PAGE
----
Environmental health science researcher Richard Peltier at the University of Massachusetts Amherst, with others around the world, is launching a series of webinars and events for a Do-It-Yourself, citizen science campaign called “Air Sensors Everywhere.” It aims to bring small air pollution sensors to the developed and developing world “to empower people everywhere to use low-cost pollution sensors to reduce pollution-linked disease.” Funding for the launch phase of the Air Sensors Everywhere project is made possible through a 2015 WUN Research Development Fund seed grant.
Peltier, an air quality expert and researcher, led the project’s first webinar on Wednesday, March 30, which attracted more than 45 participants worldwide. He says, “Air pollution exposure leads to more than 7 million early deaths per year, and we are trying to equip more people, not just researchers, with the tools needed to identify and control these exposures. We have an opportunity to drive important public health improvements across the world, but we first must put the necessary pieces together in a thoughtful and decisive manner.”
Recent technological advances have made it possible for almost anyone to build a reasonable air pollution sensor on their own, using easy-to-obtain parts and materials, the environmental scientist adds.
“For less than $100, someone can build a small, battery-operated monitor to measure ozone, a toxic gas that commonly forms near urban environments. Though anyone can build these low-cost sensors, it is important to produce high quality data and this ‘Air Sensors Everywhere’ project is building a framework to make sure the data collected is sound and useful to science.”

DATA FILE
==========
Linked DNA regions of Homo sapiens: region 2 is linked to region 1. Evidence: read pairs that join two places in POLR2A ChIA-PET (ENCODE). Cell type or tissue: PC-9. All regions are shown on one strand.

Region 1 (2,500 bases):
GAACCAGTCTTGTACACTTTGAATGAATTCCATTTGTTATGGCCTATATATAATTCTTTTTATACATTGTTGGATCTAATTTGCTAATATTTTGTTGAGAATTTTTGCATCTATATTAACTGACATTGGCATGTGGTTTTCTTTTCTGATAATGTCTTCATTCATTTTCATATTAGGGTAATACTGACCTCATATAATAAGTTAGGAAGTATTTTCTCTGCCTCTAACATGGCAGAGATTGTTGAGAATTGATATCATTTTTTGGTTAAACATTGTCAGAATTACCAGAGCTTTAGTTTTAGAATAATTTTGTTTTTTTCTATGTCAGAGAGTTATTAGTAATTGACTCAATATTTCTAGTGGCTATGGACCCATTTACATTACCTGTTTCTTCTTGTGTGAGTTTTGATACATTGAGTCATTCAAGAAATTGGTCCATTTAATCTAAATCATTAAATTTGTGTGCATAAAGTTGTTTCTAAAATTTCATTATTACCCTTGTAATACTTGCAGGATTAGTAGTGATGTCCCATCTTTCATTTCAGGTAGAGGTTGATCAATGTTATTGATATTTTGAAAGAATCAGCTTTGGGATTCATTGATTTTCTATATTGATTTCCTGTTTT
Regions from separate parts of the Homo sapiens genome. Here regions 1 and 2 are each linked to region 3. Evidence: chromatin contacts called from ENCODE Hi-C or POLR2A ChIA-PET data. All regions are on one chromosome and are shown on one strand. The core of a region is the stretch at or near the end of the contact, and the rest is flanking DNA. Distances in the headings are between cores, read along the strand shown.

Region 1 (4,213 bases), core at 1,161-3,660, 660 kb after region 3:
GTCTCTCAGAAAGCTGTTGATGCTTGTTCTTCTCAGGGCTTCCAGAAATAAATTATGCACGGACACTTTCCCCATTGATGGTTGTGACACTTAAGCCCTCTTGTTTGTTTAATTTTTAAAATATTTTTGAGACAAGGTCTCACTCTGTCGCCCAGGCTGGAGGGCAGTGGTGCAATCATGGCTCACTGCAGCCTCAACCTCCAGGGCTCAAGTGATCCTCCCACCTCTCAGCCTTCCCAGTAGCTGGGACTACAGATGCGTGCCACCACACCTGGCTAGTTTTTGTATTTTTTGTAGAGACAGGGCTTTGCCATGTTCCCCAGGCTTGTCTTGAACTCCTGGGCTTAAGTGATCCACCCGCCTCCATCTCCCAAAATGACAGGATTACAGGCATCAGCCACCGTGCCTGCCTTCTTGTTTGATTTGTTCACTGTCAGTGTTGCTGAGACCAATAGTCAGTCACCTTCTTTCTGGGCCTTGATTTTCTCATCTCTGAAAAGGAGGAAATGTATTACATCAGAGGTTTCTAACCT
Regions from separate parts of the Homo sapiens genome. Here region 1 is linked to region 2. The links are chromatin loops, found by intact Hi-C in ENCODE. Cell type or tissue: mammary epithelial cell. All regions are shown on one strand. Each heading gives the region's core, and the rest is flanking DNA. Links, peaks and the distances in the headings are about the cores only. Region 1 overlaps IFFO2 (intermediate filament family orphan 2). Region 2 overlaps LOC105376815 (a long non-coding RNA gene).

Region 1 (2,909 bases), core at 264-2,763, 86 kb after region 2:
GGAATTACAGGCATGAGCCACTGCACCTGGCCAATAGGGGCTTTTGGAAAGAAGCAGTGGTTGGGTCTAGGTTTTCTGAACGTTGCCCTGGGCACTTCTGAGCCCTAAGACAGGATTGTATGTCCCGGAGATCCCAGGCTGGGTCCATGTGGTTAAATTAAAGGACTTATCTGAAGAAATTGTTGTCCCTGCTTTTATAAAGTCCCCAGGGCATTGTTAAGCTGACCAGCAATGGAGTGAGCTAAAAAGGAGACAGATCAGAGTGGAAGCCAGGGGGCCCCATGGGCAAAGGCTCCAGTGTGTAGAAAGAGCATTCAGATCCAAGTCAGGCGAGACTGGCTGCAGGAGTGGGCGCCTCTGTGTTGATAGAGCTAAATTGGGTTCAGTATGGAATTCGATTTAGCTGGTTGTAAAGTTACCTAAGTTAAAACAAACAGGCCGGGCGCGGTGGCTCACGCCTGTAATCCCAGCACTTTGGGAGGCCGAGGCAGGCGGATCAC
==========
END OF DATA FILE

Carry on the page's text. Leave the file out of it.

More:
He adds, “These sensors are inexpensive and can be assembled by almost anyone. Air pollution is generally improving here in the United States and in western Massachusetts, but it is still a serious problem for many regions, particularly in the developing world such as South and Southeast Asia, China and West Africa. These are locations where air pollution is often the worst, yet these communities often do not have the capacity to measure their air quality.”
Similar commercially available instruments cost more than $2,000 to make similar measurements, and they require trained operators, both of which may be limited in the developing world.
Peltier will work with colleagues at UMass Amherst, the universities of York and Leeds in the U.K., the University of Sydney, Australia, and the University of Ghana, plus partners in Germany, Canada, Nepal, Bangladesh and India.
The March 30 webinar is the first in a series for anyone interested in Do-It-Yourself air pollution sensors. Graduate students in Peltier’s UMass Amherst lab are building sensors now to be deployed in Ghana in October. A symposium is planned at that time, where the team of investigators will discuss their results.
For more information, or to join the Air Sensors Everywhere listserv, visit http://blogs.umass.edu/ase.